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This article was first published in volume 15 of the 'Skeptical Intelligencer', 2012, p1.

This issue of the Skeptical Intelligencer features a review of a book about past-life regression (Many Lives, Many Masters by Brian L. Weiss), the reviewer being award-winning medical journalist Jon Danzig.

Past-life regression, usually using hypnosis, is an example of what James Randi calls 'an unsinkable rubber duck': each time it puts in an appearance it is effectively discredited, only to re-emerge at a later time, often with much ballyhoo on the part of the media.

The earliest example of this use of hypnosis of which sceptics may be aware is the case of 'Bridey Murphy' in the 1950s in Colorado (The Search for Bridey Murphy by Morey Bernstein, 1956). Housewife Virginia Tighe was hypnotically regressed to before her birth and gave a vivid account of life as a 19th century Irishwoman born 'Bridey Murphy' who, at the age of 17, married a barrister called Sean Brian McCarthy and moved from Cork to Belfast. No evidence was found that this woman actually existed but Ms Tighe herself had Irish roots and an Irish immigrant named Bridie Murphy Corkell had lived across the street from her in her childhood. The most likely conclusion is that the 'past life' was a fantasy constructed by Ms Tighe, which incorporated material known to her in her existing life.

My earliest memory of encountering the subject of past-life regression is my reading about it in one of the Sunday newspapers (I think it was the People), around my early teens in the 1960s. The only thing I remember is that it was claimed that a woman was hypnotically regressed to a previous incarnation and started speaking perfect French, despite having never spoken the language in her existing life. This stuck in my mind (for many years I was inclined to believe everything I read in the papers) until my next encounter with the phenomenon, which was an account of 'the Bloxham tapes' in the 1970s. Hypnotherapist Arnall Bloxham, who practised in Wales, made over 400 recordings of past-life hypnotic regressions. The Sunday Times did a series about this and a programme appeared on BBC television produced by Jeffrey Iverson, who also wrote a best-selling paperback called More Lives than One? The Evidence of the Remarkable Bloxham Tapes (1976). I recall watching the BBC programme and reading both the Sunday Times articles and Iverson's book with great interest. And it is indeed an interesting phenomenon, one certainly worthy of research, if only because of the profound experiences that some subjects do have. However, by that stage, while still wanting to believe in the authenticity of past-life regression, I was becoming more wary of paranormal explanations, and more interested in accounts grounded in mainstream cognitive and social psychology. One consideration whose significance I did I did not fully grasp at the time was the fact that Mr Iverson reported on only a handful of cases from over 400 of Mr Bloxham's subjects whose regressions he recorded. These regressions were vivid, detailed and full of historical information. In contrast, in the book Mr Iverson mentions that the lives described by many of the remaining subjects were mundane and unremarkable. If we merely assume some random distribution amongst the attributes that contribute to 'a convincing case', then chance alone may play a significant role in the remarkableness of the small fraction of cases deliberately selected for having those attributes.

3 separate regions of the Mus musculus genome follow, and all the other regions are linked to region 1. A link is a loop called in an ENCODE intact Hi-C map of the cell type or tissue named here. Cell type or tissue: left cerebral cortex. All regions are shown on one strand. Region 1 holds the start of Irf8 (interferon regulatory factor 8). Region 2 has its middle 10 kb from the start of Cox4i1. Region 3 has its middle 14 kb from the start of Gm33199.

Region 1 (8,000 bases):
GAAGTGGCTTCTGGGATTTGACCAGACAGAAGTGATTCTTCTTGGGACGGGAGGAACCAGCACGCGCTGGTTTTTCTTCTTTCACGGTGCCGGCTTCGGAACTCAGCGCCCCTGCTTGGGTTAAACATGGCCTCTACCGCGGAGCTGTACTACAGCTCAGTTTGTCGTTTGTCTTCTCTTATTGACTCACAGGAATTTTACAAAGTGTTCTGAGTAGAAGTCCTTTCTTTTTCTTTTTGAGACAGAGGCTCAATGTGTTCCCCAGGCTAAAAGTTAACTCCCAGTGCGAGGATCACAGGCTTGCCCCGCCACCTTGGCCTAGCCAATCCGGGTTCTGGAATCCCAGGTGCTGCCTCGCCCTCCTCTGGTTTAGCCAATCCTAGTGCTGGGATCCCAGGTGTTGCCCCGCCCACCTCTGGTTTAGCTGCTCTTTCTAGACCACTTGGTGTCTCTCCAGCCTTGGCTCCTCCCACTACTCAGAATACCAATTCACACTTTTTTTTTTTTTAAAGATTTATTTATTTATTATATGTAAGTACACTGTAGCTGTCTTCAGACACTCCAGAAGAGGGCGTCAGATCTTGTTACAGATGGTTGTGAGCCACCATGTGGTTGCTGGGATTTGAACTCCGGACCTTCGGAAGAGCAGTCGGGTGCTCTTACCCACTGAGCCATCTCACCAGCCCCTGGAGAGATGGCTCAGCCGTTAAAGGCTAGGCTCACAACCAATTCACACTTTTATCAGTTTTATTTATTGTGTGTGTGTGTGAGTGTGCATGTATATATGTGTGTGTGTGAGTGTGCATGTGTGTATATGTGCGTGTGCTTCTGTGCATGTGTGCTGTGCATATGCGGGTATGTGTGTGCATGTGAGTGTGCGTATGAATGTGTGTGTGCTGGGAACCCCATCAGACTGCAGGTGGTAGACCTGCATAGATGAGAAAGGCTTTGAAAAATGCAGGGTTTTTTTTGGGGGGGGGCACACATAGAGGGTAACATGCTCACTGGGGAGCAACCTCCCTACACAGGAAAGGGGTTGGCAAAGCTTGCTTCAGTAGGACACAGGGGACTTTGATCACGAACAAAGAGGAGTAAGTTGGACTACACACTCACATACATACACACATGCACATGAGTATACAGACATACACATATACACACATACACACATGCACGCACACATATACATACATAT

The late Nicholas Spanos, Professor of Psychology at Carlton University in Ottawa, reported that around 40% of hypnotically suggestible subjects could be induced to experience a 'previous life' (see Multiple Identities & False Memories: A Sociocognitive Perspective, Washington: American Psychological Association, 1996). Though often very vivid and elaborate, they are best described as constructed fantasies generated by the person's expectations and beliefs and those conveyed by the experimenter. It is likely, in my opinion, that extra credence is given to the authenticity of these fantasies by the commonly-held belief that past-lives arise because the person has been 'put into a trance state' that has some very unusual properties. It is in fact unnecessary to posit this special state of mind to explain or even elicit these supposed 'past lives'. Equipped with the requisite imaginative skills, beliefs and expectations, and with sufficient preparation to feel committed to the task in hand and become absorbed in their inner world, a person is likely to have the experience of 'reliving a past life' without any of the trappings usually accompanying hypnosis.